• Wine and Climate Change

    Wine and Climate Change
    Climate Change(CC) is happening throughout the world and one of the consequences
    is changing the wines that we all enjoy. There will not be an impact on many alcoholic beverages, like beer and spirits, because they are essentially manufactured. Natural beverages sourced directly from fruits, like grapes, that grow, ripen and reflect the season are certainly influenced.

    Fruits are ripening quicker and are sweeter. Vintage (grape picking) is now 3-4 weeks earlier that 40 years ago. Paradoxically the frost damage risk in Spring is now longer by 3-4 weeks because the air is drier and there are more clear night skies.
    CC means that everything is on average getting warmer. Over my lifetime alone temperatures have risen an average of 2 degrees. I can remember as a boy in Sydney the newspaper’s front pages in large letters shouting “40 Degrees!!”. Today, east coast temperatures often exceed 40 degrees and the novelty has long passed.
    All would be well if we only drank sweet wines and ports, like our 19th century forbears, as they require grapes with high sugar. However, the most popular wine styles today are dry reds and whites, commonly consumed with food at the table. In the past these wines were between 11 to 13.5% alcohol.
    A walk through your local bottle shop looking at red wine labels will show a range of alcohol levels, from 13 to 17%, with most 15-16%. A definite shift towards port styles(18 to 20%).

    The question is, does it matter? The wines will be different in unexpected ways.
    - You will feel the effect of a glass of wine sooner, especially women. One glass may be more than enough to have with a meal. You could surprise yourself by being > .05% blood alcohol. “ But I only had one glass, officer!”
    - The higher alcohol makes the wine sweeter and softer initially, that can be followed by a burning sensation at the back of the throat. It makes sense to add ice to the glass to both cool the wine and lower the alcohol.
    - Red wines in particular may tend to taste the same with plain overripe characters
    (plum, jammy, prune). Their varietal feature flavours (cherry, strawberry, raspberry, melon etc) are being lost.
    - A tendency for the wine to be heavy and overwhelm everyday food.

    There are many ways the Australian Wine Industry, collectively and individually, are trying to address the issue.
    - Planting new vineyards in cooler along the coast, mountain areas, Tasmania.
    - Changing grape varieties to ones better suited to hot dry climates. Eg. Indigenous varieties from Spain, Sicily, Cyprus.
    - Using sunscreen products to shield the grapes in the vineyard.
    - Wineries are purchasing more presses and vats to process grapes quicker so that grapes do not wait in the heat beyond their optimum picking date.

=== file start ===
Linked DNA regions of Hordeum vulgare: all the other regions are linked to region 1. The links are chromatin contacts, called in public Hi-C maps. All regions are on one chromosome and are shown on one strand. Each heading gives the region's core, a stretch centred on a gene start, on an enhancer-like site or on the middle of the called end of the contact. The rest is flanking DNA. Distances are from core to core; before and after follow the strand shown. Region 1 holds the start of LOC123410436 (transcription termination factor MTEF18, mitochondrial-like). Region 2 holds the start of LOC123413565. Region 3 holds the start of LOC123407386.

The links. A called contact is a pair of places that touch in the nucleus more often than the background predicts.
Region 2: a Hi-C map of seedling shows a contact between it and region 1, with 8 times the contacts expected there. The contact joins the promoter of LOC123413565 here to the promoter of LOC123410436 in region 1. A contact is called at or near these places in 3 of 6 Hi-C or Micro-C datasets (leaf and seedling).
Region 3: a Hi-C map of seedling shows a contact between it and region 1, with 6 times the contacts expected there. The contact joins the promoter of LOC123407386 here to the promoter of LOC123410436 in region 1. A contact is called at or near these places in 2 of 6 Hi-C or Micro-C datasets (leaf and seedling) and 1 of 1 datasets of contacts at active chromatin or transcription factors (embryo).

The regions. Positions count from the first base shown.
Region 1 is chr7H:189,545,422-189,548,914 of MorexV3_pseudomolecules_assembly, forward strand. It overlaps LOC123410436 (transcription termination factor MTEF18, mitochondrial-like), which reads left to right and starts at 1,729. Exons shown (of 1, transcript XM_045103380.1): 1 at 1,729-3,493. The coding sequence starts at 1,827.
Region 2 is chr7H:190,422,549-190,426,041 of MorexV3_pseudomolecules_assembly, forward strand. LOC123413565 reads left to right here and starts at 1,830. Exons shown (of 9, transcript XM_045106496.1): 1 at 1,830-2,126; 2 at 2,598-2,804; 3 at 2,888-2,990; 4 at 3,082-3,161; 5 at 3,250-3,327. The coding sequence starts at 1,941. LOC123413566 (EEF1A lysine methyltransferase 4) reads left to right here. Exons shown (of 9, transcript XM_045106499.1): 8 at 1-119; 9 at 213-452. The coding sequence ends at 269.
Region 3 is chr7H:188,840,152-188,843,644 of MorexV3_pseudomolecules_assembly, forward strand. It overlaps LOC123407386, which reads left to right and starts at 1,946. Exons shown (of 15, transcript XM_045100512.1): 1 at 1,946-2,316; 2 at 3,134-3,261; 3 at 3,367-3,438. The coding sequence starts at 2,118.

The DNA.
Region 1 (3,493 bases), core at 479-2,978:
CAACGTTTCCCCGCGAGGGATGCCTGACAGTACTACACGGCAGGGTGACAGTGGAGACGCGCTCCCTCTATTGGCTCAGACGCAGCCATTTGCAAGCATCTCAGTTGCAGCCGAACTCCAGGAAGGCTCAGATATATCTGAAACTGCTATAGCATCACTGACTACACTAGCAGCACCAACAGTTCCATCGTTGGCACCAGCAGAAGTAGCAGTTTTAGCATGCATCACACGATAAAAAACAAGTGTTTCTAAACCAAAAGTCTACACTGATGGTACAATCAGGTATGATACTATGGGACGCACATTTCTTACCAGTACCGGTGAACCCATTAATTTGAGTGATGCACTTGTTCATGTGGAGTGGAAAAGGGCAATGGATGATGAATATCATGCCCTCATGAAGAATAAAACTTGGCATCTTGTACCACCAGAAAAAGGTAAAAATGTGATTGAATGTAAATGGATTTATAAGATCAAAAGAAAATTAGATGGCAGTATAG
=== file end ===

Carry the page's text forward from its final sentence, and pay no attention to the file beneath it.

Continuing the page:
- If the winery owners are wealthy enough, bringing in technology, like mini Desal plants, to remove water from the juice, alcohol or anything from the wine. In use from Bordeaux to Margaret River to Central Otago.

    But the cheapest and most widely used means of lowering the alcohol, is by lowering the sugar, simply by adding water to the must (grape juice), prior to fermentation. In California this is called the “Jesus Correction” – from the Biblical ‘Wedding in Cana’ where water is miraculously turned into wine. In South Australia, the euphemism for added water is the “Black Snake” – a reference to long standing illegal use, when the garden hose went from the tap to the vat.
    In Australia it has been legal since the 2017 vintage to add water to lower the sugar to no less than a potential alcohol of 13.5%. No mention need be made on the label. Just a reference in the winemaker’s log of the wine. At this stage there is no analytic test as to if or how much water has been added. So if a wine tastes “watery” it probably is.
    It is a reasonable assumption that the widely consumed house wines at eating places or wines in the lowest price range comprise 10-20% added water, with the Murray River making more of a contribution than from irrigation.

    Of course this last resolution to one of the consequences of CC could be a public relations nightmare in the waiting. Wineries could start putting “No added water” on their label, to give a point of difference in a highly competitive market. The British tabloids would love to ridicule another example of Australian and American crassness.
    Small wineries like ourselves are terrified that the image of wine as natural and with regional character will be diminished by the practices of larger players in traditional wine areas.

    On the other hand Australian wine drinkers may not mind when they eventually find out, except for connoisseurs. They already drink diluted wine and it hasn’t done them any harm. As long as it is cheap and tastes OK, which is a large share of the market.

    Ken Eckersley
    Nicholson River Winery
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